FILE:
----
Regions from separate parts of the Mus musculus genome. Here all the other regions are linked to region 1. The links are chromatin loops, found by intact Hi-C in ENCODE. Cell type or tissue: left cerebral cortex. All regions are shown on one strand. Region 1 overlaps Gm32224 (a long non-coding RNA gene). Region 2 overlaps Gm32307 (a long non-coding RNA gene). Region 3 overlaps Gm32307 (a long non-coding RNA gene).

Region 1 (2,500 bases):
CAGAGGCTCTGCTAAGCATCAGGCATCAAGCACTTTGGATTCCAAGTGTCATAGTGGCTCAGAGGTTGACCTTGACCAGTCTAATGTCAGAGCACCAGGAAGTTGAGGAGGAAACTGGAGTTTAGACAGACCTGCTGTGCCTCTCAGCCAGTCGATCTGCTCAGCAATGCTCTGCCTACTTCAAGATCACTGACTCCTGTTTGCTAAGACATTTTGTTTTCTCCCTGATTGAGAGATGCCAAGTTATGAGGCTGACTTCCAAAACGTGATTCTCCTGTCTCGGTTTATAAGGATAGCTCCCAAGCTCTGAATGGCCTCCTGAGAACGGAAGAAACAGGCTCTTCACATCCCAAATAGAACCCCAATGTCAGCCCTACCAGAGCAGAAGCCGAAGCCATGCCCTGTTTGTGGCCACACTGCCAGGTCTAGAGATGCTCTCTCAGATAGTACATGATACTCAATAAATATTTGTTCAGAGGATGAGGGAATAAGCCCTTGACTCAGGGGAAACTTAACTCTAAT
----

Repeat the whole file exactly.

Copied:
Regions from separate parts of the Mus musculus genome. Here all the other regions are linked to region 1. The links are chromatin loops, found by intact Hi-C in ENCODE. Cell type or tissue: left cerebral cortex. All regions are shown on one strand. Region 1 overlaps Gm32224 (a long non-coding RNA gene). Region 2 overlaps Gm32307 (a long non-coding RNA gene). Region 3 overlaps Gm32307 (a long non-coding RNA gene).

Region 1 (2,500 bases):
CAGAGGCTCTGCTAAGCATCAGGCATCAAGCACTTTGGATTCCAAGTGTCATAGTGGCTCAGAGGTTGACCTTGACCAGTCTAATGTCAGAGCACCAGGAAGTTGAGGAGGAAACTGGAGTTTAGACAGACCTGCTGTGCCTCTCAGCCAGTCGATCTGCTCAGCAATGCTCTGCCTACTTCAAGATCACTGACTCCTGTTTGCTAAGACATTTTGTTTTCTCCCTGATTGAGAGATGCCAAGTTATGAGGCTGACTTCCAAAACGTGATTCTCCTGTCTCGGTTTATAAGGATAGCTCCCAAGCTCTGAATGGCCTCCTGAGAACGGAAGAAACAGGCTCTTCACATCCCAAATAGAACCCCAATGTCAGCCCTACCAGAGCAGAAGCCGAAGCCATGCCCTGTTTGTGGCCACACTGCCAGGTCTAGAGATGCTCTCTCAGATAGTACATGATACTCAATAAATATTTGTTCAGAGGATGAGGGAATAAGCCCTTGACTCAGGGGAAACTTAACTCTAAT